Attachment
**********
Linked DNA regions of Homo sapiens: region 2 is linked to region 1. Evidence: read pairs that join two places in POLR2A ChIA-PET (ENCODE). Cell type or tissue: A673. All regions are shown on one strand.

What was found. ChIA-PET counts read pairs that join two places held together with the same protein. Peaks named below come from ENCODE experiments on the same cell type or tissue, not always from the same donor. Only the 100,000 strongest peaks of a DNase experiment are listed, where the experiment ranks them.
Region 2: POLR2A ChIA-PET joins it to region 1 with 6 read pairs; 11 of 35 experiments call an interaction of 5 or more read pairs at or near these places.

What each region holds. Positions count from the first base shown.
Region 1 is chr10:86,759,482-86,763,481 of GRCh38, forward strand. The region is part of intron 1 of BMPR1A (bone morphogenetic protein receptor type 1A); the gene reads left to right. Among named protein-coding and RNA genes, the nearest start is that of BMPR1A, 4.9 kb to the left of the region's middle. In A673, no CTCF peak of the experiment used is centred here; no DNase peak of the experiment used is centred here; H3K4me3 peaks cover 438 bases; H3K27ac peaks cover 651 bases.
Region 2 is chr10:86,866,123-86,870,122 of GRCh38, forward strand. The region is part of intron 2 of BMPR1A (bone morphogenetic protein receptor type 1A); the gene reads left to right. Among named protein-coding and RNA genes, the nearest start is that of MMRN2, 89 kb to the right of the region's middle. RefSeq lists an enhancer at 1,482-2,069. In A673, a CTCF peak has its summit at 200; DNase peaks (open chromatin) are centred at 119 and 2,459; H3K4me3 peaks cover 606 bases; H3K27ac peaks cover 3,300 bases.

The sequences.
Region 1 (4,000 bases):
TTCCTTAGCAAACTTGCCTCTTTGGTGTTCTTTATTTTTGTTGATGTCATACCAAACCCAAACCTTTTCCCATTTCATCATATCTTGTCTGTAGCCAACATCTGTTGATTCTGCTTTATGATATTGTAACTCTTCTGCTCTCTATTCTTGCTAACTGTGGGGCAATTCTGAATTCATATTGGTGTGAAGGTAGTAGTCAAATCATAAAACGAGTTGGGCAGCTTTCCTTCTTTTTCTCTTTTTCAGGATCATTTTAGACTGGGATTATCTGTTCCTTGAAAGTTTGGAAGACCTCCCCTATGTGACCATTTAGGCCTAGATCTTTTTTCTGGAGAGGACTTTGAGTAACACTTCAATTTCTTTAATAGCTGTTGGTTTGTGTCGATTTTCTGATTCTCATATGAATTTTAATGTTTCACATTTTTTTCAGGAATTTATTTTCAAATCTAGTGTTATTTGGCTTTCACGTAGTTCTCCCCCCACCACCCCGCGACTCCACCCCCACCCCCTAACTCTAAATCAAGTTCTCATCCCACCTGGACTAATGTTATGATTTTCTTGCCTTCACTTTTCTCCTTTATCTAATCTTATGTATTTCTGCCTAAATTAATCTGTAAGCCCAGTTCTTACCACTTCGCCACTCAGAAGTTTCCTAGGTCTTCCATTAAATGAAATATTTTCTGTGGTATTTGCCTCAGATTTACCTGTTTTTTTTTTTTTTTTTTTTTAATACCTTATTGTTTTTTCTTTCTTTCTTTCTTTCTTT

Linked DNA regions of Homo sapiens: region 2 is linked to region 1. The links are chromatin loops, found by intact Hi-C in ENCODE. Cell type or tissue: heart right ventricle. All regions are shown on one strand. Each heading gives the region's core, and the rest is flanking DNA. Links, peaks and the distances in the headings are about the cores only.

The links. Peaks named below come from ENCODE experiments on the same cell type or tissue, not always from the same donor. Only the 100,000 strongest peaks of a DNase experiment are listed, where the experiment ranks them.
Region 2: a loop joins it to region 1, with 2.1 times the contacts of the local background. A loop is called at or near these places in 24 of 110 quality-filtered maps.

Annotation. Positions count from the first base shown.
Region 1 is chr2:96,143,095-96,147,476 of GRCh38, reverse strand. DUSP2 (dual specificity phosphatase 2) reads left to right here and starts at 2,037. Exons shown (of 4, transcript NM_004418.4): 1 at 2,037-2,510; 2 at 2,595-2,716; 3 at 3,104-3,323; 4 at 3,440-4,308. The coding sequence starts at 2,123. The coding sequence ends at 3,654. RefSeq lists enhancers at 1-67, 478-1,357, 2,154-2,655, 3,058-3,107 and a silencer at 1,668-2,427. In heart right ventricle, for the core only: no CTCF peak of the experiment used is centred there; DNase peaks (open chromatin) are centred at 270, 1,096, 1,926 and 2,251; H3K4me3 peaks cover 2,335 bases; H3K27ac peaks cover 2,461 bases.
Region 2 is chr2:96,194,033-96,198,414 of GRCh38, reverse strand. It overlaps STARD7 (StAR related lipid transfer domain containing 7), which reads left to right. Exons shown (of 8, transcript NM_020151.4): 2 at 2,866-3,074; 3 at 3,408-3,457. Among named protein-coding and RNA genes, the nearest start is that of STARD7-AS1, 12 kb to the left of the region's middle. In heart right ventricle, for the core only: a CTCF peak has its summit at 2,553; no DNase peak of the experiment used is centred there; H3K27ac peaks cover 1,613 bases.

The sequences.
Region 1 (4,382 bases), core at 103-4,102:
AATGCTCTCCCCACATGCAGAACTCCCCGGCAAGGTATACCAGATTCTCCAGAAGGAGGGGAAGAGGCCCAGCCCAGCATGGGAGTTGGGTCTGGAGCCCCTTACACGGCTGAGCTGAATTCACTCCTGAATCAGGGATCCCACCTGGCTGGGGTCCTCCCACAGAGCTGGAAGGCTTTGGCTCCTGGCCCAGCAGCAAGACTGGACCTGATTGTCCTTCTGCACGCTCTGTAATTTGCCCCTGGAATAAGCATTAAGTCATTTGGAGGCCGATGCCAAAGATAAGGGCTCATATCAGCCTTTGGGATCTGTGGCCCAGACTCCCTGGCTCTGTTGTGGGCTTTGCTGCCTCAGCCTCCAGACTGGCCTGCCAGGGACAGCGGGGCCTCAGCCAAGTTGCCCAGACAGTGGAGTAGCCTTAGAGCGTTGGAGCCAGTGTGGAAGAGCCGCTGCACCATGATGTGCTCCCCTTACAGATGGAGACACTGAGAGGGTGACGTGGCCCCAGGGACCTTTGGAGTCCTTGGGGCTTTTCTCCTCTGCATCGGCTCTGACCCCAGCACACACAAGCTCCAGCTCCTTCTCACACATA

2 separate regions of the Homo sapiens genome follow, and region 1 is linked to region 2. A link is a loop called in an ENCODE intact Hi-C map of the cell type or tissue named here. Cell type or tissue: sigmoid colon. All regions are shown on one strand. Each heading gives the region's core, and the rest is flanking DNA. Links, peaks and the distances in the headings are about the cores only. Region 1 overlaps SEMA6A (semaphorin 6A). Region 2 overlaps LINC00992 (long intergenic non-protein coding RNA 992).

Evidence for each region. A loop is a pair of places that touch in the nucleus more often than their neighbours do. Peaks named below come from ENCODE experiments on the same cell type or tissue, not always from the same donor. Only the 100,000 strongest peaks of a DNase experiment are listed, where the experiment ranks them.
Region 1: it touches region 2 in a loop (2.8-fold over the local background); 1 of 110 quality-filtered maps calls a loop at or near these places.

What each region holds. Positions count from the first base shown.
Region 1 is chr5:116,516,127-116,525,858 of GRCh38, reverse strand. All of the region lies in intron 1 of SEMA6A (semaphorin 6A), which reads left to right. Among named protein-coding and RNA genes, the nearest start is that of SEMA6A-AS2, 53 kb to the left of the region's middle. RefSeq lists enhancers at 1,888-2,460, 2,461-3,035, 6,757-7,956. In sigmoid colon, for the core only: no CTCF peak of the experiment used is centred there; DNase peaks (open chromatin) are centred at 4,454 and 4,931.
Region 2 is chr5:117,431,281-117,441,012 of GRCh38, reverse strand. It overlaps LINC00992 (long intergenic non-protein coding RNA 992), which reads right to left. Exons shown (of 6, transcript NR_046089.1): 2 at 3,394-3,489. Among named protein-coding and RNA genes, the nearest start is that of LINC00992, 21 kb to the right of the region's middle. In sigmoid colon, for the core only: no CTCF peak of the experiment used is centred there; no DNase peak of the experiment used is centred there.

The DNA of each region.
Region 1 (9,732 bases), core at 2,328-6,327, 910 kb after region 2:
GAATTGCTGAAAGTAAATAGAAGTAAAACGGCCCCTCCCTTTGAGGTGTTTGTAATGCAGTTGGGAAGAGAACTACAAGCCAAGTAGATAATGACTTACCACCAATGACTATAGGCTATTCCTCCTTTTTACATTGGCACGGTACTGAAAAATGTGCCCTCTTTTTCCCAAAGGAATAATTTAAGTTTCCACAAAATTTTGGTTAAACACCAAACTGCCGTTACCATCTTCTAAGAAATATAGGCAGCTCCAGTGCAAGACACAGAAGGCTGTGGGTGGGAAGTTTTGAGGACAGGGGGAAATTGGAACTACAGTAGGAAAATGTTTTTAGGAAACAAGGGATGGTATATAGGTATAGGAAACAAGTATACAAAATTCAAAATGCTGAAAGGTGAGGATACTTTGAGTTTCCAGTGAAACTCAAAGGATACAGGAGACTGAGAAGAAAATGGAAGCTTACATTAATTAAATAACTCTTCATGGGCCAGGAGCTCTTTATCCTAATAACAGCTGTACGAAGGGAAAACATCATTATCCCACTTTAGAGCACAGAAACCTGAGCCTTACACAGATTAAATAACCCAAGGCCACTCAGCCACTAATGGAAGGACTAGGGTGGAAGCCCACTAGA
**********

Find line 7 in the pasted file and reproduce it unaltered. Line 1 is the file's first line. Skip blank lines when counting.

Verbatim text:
The sequences.